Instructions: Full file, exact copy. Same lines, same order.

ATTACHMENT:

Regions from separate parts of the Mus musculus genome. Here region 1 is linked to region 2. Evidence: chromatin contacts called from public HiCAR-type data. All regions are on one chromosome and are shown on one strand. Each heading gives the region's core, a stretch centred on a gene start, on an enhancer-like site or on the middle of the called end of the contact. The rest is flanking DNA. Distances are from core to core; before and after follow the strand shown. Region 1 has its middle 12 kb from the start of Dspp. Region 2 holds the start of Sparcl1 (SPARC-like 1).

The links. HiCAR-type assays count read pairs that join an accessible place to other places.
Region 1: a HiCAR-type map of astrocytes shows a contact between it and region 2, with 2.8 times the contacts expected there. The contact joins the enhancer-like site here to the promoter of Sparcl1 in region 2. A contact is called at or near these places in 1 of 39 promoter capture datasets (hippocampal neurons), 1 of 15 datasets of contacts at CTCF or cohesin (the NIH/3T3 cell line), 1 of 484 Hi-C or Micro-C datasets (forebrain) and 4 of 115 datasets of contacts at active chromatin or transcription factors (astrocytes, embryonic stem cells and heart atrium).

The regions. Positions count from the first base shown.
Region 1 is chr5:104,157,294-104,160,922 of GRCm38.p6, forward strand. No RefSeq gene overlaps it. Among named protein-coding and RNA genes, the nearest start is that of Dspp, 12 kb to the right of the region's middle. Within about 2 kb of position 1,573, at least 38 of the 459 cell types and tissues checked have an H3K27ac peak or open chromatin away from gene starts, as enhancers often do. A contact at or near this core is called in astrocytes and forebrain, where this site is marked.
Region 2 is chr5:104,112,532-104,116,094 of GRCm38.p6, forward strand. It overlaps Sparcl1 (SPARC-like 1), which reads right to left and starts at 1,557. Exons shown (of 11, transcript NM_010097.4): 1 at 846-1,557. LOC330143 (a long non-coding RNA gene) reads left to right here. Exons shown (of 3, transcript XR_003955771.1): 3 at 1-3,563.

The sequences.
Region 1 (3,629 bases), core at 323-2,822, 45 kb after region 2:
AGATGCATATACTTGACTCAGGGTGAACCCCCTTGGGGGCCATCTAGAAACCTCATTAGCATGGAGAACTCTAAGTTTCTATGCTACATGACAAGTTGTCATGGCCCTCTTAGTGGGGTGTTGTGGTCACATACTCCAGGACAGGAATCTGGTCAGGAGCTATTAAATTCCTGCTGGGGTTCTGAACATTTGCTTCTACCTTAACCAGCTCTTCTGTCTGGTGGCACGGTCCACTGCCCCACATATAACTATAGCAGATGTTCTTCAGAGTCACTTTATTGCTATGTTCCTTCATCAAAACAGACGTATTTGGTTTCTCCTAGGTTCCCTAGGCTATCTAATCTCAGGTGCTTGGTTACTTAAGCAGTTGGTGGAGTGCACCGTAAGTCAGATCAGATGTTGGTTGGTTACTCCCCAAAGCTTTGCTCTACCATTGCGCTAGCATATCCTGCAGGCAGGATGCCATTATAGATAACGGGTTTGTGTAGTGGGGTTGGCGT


Regions from separate parts of the Mus musculus genome. Here region 1 is linked to region 2. Evidence: chromatin contacts called from public HiCAR-type data. All regions are on one chromosome and are shown on one strand. Each heading gives the region's core, a stretch centred on a gene start, on an enhancer-like site or on the middle of the called end of the contact. The rest is flanking DNA. Distances are from core to core; before and after follow the strand shown. Region 1 has its middle 12 kb from the start of Dspp. Region 2 holds the start of Sparcl1 (SPARC-like 1).

The links. HiCAR-type assays count read pairs that join an accessible place to other places.
Region 1: a HiCAR-type map of astrocytes shows a contact between it and region 2, with 2.8 times the contacts expected there. The contact joins the enhancer-like site here to the promoter of Sparcl1 in region 2. A contact is called at or near these places in 1 of 39 promoter capture datasets (hippocampal neurons), 1 of 15 datasets of contacts at CTCF or cohesin (the NIH/3T3 cell line), 1 of 484 Hi-C or Micro-C datasets (forebrain) and 4 of 115 datasets of contacts at active chromatin or transcription factors (astrocytes, embryonic stem cells and heart atrium).

The regions. Positions count from the first base shown.
Region 1 is chr5:104,157,294-104,160,922 of GRCm38.p6, forward strand. No RefSeq gene overlaps it. Among named protein-coding and RNA genes, the nearest start is that of Dspp, 12 kb to the right of the region's middle. Within about 2 kb of position 1,573, at least 38 of the 459 cell types and tissues checked have an H3K27ac peak or open chromatin away from gene starts, as enhancers often do. A contact at or near this core is called in astrocytes and forebrain, where this site is marked.
Region 2 is chr5:104,112,532-104,116,094 of GRCm38.p6, forward strand. It overlaps Sparcl1 (SPARC-like 1), which reads right to left and starts at 1,557. Exons shown (of 11, transcript NM_010097.4): 1 at 846-1,557. LOC330143 (a long non-coding RNA gene) reads left to right here. Exons shown (of 3, transcript XR_003955771.1): 3 at 1-3,563.

The sequences.
Region 1 (3,629 bases), core at 323-2,822, 45 kb after region 2:
AGATGCATATACTTGACTCAGGGTGAACCCCCTTGGGGGCCATCTAGAAACCTCATTAGCATGGAGAACTCTAAGTTTCTATGCTACATGACAAGTTGTCATGGCCCTCTTAGTGGGGTGTTGTGGTCACATACTCCAGGACAGGAATCTGGTCAGGAGCTATTAAATTCCTGCTGGGGTTCTGAACATTTGCTTCTACCTTAACCAGCTCTTCTGTCTGGTGGCACGGTCCACTGCCCCACATATAACTATAGCAGATGTTCTTCAGAGTCACTTTATTGCTATGTTCCTTCATCAAAACAGACGTATTTGGTTTCTCCTAGGTTCCCTAGGCTATCTAATCTCAGGTGCTTGGTTACTTAAGCAGTTGGTGGAGTGCACCGTAAGTCAGATCAGATGTTGGTTGGTTACTCCCCAAAGCTTTGCTCTACCATTGCGCTAGCATATCCTGCAGGCAGGATGCCATTATAGATAACGGGTTTGTGTAGTGGGGTTGGCGT